TJG: So you came off that gig, you had this feeling, and you D. H. Lawrence in mind. When did it start to become music in your head? 

AO: At first, I began trying to adapt some of D. H. Lawrence’s poetry to music. It was an experiment and I’m glad I did it, but it didn’t amount to anything, at least not yet. But the next thing that happened was that I was on tour in September in Europe with Raf Vertessen, a great drummer from Belgium. We were in Antwerp, where we played a club and stayed in a hotel that night. I was getting ready for my West Coast tour with Stranger Days, getting everything in place, so I didn’t really sleep that night. The next day was crazy because we drove about two hours to Antwerp Airport, flew to Italy, hung out in Italy for a few hours, and then drove to a small mountain town in Austria to play a gig that night. This is all on basically no sleep. When I was in the car going to the airport to Belgium, I was listening to Thom Yorke’s album Tomorrow’s Modern Boxes, and there was something about it… Sometimes, you’re listening to music and it perfectly captures something. It was that feeling of something clicking into place. I was anxious, having stayed up all night, and worried that I’d get sick and mess up the upcoming tour. Listening to that music, the trippyness of the beat, while being rooted in this groovy feeling, it just came at the right place at the right time. I fell asleep in the car ride to Austria, and when I woke up, I saw the Alps out the window. It was beautiful. It was almost a hallucinogenic state, being in three countries in two days, with very little sleep, not knowing exactly where I was. Somehow, listening to Thom Yorke’s album was what I needed. While listening to it, I hit up the first few people about playing this Jazz Gallery gig.

TJG: Who did you call?

AO: I don’t remember who I called or in what order, but I think the first person I called was Eva, because I’ve known her since middle school. We haven’t really played my own music together a lot. Recently, I’ve been playing some of her music, some rock kind of stuff, but we’ve been hanging and playing more together, so I had to call her. It just felt like one of those things that had to be that way.

TJG: What’s the music like?

AO: It touches on a lot of different things. It’s inspired partly by that Miles ‘Isle of Wight’ band. The other objective I had was that I wanted it to act as a kind of film music, not in the “film music” genre sense, but more that it can be accompanying something. I want to create the feeling that the music could be in the foreground and the background. That’s partially inspired by the Ryuichi Sakamoto documentary I saw recently, where he talks about how his latest album was like writing a score for a movie that doesn’t exist, or exists in his head. It’s a little of that kind of influence. Other things that influenced me were Jonny Greenwood, Toru Takemitsu, and the Thom Yorke album, that collective sound. I love that energy, but want to balance it with compositional intricacy.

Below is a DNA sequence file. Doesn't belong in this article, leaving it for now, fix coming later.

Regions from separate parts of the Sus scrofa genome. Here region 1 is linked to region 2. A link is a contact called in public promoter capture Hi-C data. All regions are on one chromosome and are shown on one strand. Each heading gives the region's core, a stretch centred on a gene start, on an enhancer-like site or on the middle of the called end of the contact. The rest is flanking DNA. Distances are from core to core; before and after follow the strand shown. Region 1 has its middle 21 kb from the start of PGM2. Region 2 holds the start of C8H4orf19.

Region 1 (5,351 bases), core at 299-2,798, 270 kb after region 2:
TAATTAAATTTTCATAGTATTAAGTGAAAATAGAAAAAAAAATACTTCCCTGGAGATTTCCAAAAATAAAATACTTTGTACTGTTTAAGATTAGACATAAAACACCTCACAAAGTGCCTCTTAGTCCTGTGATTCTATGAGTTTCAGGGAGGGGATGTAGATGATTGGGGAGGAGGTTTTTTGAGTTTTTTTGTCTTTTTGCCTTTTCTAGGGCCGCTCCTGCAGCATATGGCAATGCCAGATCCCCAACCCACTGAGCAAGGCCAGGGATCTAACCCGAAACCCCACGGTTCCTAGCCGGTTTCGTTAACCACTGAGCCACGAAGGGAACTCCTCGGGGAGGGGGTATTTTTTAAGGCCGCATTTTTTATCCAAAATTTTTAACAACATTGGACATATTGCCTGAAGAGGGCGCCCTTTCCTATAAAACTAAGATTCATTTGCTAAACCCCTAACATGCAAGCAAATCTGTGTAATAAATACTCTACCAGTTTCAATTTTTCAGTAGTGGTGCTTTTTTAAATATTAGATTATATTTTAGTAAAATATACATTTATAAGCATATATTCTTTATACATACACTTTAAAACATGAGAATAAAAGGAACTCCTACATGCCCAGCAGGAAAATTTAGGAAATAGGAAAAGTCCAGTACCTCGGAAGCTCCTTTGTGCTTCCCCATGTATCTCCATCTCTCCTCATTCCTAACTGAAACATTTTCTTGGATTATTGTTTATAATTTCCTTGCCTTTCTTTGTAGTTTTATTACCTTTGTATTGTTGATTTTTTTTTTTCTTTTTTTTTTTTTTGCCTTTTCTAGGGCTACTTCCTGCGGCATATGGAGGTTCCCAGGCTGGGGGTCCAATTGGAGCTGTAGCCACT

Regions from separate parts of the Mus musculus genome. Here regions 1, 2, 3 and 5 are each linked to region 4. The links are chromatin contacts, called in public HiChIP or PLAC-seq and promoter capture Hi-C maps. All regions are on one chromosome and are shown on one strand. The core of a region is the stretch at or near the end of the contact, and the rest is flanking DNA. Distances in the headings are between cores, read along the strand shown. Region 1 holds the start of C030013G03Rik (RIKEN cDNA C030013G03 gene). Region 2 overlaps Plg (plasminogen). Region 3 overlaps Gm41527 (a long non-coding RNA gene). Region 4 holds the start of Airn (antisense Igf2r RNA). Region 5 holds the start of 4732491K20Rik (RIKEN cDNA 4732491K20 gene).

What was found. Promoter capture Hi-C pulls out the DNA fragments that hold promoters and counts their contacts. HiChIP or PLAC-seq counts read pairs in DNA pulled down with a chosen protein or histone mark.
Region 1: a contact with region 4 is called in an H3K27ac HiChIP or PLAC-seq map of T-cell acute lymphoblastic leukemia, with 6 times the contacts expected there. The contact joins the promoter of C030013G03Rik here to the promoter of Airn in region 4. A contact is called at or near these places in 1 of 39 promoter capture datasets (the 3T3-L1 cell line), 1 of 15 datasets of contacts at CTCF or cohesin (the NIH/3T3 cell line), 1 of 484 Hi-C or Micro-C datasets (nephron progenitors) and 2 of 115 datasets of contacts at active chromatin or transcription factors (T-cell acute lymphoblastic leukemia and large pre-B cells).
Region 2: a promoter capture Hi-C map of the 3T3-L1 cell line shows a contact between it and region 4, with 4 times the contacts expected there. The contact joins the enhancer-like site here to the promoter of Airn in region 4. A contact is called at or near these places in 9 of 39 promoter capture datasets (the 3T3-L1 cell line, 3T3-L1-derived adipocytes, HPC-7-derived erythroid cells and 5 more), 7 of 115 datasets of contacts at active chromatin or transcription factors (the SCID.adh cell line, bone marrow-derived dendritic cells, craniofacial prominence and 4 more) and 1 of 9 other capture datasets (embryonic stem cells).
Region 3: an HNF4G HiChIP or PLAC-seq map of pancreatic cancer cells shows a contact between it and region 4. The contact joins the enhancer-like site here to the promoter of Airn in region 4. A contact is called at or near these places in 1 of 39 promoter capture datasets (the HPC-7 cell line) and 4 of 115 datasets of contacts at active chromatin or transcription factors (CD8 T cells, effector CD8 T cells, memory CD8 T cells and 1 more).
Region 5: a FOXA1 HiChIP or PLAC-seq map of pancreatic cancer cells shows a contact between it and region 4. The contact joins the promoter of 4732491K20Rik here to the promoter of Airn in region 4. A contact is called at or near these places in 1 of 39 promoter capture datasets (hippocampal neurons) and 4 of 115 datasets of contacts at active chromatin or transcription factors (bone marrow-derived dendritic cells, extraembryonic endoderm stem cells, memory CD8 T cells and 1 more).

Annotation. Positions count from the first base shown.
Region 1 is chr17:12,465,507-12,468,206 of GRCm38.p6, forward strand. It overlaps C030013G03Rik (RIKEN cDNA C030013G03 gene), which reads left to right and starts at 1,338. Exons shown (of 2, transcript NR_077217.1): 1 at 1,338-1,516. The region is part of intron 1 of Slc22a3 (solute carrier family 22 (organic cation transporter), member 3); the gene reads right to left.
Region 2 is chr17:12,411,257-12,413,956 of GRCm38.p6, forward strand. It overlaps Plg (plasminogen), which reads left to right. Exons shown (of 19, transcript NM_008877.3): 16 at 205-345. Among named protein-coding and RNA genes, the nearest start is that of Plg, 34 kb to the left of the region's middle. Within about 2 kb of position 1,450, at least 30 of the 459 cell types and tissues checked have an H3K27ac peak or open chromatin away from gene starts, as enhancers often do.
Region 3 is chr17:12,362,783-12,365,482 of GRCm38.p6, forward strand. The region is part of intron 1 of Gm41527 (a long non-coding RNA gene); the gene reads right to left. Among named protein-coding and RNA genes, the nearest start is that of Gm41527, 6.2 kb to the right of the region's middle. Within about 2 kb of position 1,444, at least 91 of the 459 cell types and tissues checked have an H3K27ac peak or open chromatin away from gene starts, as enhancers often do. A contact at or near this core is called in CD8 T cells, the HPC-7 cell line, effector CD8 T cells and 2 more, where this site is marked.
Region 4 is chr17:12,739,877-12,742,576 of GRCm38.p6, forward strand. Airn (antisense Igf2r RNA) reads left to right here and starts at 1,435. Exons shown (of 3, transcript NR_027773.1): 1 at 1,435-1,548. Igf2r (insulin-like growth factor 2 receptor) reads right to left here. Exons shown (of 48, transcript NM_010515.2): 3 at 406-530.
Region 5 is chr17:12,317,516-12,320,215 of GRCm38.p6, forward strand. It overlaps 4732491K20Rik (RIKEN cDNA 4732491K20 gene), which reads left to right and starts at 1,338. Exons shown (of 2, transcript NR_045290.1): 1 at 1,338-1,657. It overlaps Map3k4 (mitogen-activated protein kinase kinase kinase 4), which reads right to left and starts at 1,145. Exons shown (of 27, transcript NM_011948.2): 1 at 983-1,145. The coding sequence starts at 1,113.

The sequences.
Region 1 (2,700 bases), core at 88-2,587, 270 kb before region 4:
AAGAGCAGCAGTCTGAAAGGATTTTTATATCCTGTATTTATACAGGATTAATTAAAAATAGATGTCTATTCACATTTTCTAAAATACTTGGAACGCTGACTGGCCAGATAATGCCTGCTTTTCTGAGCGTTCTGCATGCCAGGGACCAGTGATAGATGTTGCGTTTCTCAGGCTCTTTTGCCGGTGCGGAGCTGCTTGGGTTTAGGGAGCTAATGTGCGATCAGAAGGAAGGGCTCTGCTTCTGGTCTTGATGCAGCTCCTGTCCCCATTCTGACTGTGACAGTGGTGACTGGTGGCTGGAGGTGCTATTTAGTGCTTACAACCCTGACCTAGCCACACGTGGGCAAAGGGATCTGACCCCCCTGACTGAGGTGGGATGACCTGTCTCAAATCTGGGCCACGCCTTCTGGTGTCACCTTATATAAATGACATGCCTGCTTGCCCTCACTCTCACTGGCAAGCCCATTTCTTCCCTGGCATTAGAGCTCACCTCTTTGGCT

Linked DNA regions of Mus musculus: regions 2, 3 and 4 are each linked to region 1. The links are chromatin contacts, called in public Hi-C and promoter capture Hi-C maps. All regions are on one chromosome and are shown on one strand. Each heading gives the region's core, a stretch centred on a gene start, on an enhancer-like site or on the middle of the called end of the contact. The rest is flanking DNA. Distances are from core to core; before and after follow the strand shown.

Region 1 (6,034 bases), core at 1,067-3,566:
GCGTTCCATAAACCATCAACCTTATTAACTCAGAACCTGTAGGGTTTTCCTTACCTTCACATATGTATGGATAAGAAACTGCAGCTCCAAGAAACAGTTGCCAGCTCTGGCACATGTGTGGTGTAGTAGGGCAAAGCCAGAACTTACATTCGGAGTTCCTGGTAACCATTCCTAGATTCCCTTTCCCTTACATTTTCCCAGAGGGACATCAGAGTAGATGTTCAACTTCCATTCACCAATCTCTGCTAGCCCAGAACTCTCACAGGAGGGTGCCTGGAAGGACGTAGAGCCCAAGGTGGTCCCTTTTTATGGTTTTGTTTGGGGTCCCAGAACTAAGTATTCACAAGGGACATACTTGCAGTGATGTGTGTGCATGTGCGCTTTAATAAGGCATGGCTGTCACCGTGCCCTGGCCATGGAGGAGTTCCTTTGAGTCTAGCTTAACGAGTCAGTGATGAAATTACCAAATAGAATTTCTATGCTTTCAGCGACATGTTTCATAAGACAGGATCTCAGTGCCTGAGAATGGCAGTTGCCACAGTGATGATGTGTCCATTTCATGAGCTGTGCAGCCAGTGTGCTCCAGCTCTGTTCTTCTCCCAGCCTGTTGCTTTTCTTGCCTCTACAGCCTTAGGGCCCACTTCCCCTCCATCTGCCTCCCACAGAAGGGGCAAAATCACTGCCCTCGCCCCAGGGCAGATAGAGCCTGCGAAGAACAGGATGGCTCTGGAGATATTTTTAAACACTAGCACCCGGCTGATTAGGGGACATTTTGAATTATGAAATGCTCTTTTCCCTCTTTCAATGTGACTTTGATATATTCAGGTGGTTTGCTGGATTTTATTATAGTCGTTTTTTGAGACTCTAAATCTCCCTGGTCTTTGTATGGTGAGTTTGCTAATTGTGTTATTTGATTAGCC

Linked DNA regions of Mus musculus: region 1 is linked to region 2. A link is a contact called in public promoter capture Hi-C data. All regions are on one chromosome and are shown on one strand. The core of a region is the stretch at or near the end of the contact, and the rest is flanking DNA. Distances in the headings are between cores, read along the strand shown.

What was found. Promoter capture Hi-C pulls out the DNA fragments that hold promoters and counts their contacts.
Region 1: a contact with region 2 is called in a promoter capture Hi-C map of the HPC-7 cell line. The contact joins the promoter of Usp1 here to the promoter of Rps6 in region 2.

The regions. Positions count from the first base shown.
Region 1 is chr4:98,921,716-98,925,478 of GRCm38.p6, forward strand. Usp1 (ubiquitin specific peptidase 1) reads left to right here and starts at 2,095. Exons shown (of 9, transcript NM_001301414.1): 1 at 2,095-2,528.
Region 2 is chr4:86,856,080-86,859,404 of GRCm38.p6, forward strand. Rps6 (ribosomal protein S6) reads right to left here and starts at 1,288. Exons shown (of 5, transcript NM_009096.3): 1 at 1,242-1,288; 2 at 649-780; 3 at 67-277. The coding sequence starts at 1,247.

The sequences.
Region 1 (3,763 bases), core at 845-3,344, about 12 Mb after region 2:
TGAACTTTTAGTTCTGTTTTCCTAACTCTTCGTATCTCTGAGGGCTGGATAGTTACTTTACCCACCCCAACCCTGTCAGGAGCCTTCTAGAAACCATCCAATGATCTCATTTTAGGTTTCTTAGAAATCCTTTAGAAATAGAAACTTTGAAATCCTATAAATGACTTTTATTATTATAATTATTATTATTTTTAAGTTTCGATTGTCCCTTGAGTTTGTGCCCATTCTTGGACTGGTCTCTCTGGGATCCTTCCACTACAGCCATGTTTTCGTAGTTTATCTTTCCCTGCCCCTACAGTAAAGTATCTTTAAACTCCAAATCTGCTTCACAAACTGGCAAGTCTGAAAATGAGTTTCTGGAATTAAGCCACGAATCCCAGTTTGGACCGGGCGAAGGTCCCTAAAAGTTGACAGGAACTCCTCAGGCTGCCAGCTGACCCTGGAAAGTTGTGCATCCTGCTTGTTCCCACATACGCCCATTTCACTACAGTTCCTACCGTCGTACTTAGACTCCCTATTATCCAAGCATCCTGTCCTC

TJG: So what will you be running through today at your sectional?

AO: We’re just running through parts. I’ve been getting together with everybody individually before we do full-band rehearsals this week. I met up with Tal, the guitarist, as early as October, just so we could get together in our busy travel schedules. I’ve never done that before, rehearsing so early for a project, and it’s been really liberating to share the music with people while I’m writing it, so I’m not holding it too close to my chest and having it stiffen up.

TJG: What do you think this rhythm section is going to sound like? Have you heard these people together, Chris, Russell, and Eva?

AO: Russel and I have played in Eva’s band before, and Chris and Russell were on one of my recital projects a few years ago. We’ve also played in other configurations lately. I think only Eva and Chris haven’t played together before. Part of my relationship with Russell stems from high school: I’d write a lot of stuff that I’d play on piano and he’d play on drums, and it’d be the two of us. We were listening to Vijay Iyer’s Accelerando, which came out when we were seniors. Russell is one of the best drummers I know, and he comes from a big rock background. Everyone’s a heavily multifaceted player; Chris grew up playing reggae, Eva plays with Princess Nokia, Russell plays with Beach Fossil and has his own band Caverns. When I put this band together, I knew that they all weren’t strictly jazz rhythm section players, which is exciting, because it’s not going go feel like that too much, though they all have, and still do, play a lot of jazz.

TJG: It sounds like it’s going to be cool.

AO: I’m excited. These are some of my favorite musicians.

Adam O’Farrill presents Bird Blown Out of Latitude at The Jazz Gallery on Friday, December 14, and Saturday, December 15, 2018. The group features Mr. O’Farrill on trumpet, Xavier Del Castillo on tenor sax, David Leon on alto sax, Gaya Feldheim Schorr on voice, Nolan Tsang on trumpet, Tal Yahalom on guitar, Chris Fishman on keyboards, Eva Lawitts on electric bass, and Russell Holzman on drums. Sets are at 7:30 and 9:30 P.M. each night. $25 general admission ($10 for members), $35 reserved cabaret seating ($20 for members) for each set. Purchase tickets here.